Page 140 - British Inquiry into Loss of RMS Titanic Day 14 - 18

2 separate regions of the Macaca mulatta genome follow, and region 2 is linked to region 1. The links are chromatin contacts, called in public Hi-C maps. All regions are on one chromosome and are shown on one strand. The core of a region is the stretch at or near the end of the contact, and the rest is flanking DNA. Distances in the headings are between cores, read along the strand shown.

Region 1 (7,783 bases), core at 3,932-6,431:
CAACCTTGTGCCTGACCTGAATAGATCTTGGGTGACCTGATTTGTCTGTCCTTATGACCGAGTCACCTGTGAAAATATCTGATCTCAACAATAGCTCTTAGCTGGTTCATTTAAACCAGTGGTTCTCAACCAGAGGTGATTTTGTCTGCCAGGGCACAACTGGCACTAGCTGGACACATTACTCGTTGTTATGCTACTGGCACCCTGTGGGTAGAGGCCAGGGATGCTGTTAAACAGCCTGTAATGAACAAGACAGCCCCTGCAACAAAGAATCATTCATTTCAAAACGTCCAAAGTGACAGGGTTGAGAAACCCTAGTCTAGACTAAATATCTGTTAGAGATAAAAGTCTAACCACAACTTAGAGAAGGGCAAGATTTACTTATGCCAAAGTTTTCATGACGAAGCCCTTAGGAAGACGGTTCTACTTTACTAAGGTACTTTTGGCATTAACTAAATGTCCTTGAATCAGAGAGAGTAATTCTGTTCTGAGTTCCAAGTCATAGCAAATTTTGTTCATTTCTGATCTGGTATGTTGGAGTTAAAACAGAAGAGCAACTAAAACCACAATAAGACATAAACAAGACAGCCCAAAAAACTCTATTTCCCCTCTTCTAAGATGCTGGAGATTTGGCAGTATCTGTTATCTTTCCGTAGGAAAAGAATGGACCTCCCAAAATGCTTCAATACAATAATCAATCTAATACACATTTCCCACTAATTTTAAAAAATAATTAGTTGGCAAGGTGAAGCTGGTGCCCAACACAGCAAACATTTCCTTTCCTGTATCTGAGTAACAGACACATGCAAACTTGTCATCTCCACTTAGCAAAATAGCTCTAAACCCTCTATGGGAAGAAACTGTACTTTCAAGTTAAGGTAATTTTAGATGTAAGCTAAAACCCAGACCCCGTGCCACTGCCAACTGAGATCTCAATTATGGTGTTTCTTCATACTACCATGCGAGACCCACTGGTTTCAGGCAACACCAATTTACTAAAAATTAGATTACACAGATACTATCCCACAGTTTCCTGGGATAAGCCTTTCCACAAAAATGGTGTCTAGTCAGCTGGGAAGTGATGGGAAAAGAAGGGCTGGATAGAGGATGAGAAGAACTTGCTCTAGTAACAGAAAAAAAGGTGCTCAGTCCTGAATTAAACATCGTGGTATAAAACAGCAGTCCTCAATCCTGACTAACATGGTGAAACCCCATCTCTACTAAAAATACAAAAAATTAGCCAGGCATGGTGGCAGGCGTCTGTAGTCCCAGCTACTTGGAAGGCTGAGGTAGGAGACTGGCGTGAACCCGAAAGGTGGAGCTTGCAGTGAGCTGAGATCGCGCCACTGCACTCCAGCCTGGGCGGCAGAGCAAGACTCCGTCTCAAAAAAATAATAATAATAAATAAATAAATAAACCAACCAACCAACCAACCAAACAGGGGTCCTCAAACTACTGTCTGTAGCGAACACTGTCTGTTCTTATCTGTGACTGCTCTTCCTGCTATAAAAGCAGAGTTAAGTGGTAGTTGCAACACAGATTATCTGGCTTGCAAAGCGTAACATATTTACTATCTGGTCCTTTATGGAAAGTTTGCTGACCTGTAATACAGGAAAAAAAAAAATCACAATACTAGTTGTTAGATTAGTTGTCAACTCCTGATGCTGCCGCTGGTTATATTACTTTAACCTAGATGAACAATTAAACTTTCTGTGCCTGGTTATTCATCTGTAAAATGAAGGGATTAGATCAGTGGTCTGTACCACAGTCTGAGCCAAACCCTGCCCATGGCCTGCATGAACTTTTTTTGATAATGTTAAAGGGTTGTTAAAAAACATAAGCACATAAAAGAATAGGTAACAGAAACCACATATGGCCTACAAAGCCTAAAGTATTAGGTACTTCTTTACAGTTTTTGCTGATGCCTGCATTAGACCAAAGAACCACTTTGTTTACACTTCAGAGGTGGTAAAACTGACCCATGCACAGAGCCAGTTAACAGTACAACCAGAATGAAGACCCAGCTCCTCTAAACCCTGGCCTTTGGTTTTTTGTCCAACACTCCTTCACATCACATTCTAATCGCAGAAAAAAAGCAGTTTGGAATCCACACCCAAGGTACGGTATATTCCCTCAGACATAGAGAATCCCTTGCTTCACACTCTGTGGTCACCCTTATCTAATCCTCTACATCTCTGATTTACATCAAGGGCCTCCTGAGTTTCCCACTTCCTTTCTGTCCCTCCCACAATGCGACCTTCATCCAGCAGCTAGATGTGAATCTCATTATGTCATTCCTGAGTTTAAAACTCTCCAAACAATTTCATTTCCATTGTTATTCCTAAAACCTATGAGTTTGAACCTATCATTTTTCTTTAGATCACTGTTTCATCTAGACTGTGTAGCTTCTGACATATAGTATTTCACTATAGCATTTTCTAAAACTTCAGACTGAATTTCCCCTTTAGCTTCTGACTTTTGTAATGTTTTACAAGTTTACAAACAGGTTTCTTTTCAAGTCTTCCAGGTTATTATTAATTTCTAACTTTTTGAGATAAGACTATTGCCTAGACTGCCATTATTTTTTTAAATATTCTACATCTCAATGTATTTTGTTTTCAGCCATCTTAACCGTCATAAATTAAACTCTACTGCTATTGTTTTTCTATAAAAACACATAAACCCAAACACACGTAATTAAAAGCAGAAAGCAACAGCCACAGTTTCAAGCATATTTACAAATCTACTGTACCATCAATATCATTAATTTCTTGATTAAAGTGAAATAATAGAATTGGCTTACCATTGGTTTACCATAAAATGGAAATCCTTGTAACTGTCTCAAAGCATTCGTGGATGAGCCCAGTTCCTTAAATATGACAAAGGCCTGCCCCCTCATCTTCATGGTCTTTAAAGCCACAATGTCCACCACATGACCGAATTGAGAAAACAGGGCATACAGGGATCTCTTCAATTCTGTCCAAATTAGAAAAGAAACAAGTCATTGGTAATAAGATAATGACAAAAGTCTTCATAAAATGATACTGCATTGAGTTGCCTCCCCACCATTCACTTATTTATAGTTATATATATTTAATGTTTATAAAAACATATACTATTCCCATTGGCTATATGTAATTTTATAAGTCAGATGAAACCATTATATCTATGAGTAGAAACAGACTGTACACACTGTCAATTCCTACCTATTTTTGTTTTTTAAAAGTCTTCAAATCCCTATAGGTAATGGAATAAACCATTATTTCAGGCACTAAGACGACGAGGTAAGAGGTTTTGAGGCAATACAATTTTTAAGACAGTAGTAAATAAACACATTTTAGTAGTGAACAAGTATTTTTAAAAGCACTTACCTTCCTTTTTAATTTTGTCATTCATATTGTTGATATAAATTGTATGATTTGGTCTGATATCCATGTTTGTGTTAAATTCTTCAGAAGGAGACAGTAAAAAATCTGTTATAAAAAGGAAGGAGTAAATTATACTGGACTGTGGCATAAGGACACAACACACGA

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enquire whether any such order had been given? - Of passengers coming up from down below? 18569. Yes? - No, I did not. 18570. And you did not inquire whether any such order had been given? - I did not. 18571. Did you think then when you left the vessel that she was rapidly going down? - I did. 18572. Before you left the vessel did you see the rockets being sent up? - I did. 18573. That went on for some time? - For some time. 18574. When you got into the boat and she was lowered, how were you sitting? - I was sitting with my back to the afterend of the boat. 18575. Facing the bow? - Facing the bow. 18576. And did you assist with the oars? - I did. 18577. Did you see any light? - We saw a light a long way from us, which, I think, was a little bit on our starboard side. 18578. That is a little bit on the starboard side of the “Titanic” or your boat? - Of both. 18579. You were heading the same way? - Yes. 18580. Did you pull towards it? - We did. 18581. But without success? - We thought we gained on her, and then she seemed to draw away from us again. 18582. Then the light disappeared? - In daylight, yes. 18583. I say the light of the vessel disappeared? - Yes, when daylight came. 18584. Not till daylight came? - If you will excuse my saying so, I do not think it was a steamer at all; I think it was a sailing ship we saw. 18585. (The Commissioner.) Am I to understand that you do not think it was the “Californian”? - I am sure it was not. 18586. I am rather sorry to hear that? - This was on the starboard side of the ship. I understand the “Californian” was seen on the port side of the ship - or the ship that was supposed to be the “Californian.” This light I saw was on the starboard side. 18587. Never mind about what side it was at all; have you come to the conclusion that the vessel whose lights were seen for so long a time was not the “Californian”? - No, Sir. 18588. I thought you said you had come to that conclusion? - No, I said that the light that we pulled for I do not think was the “Californian’s” light. 18589. Then was there more than one light visible? - The only light I saw was the one we rowed for. 18590. Was there any other light visible? - I saw no other light. This was one plain, white light. 18591. (The Attorney-General.) There was very little wind that night? - Very little. 18592. Practically a dead calm, we have been told? - Yes, up to a certain hour in the morning, when the wind did get up. 18593. A sailing vessel would not have been making any way at all, or practically none? - Well, very little. 18594. The “Californian” is of course a vessel under the control of your company, the company of which you are president? - Financially, yes; so far as the management of the company is concerned I have nothing to do with it. 18595. I did not suggest you had, but it is one of those in the Leyland Line, the controlling interest of which is in the American Trust? - Quite. 18596. Did you continue pulling towards it all the time? - Yes, for a very long time. 18597. Did you continue pulling towards it till daylight? - No. 18598. Do you mean you gave it up? - We gave it up because the wind got up; a little sea got up and we were making no progress at all. 18599. Did you see the lights of the “Carpathia” before daylight? - No. 18600. You only saw her when day broke? - Yes.
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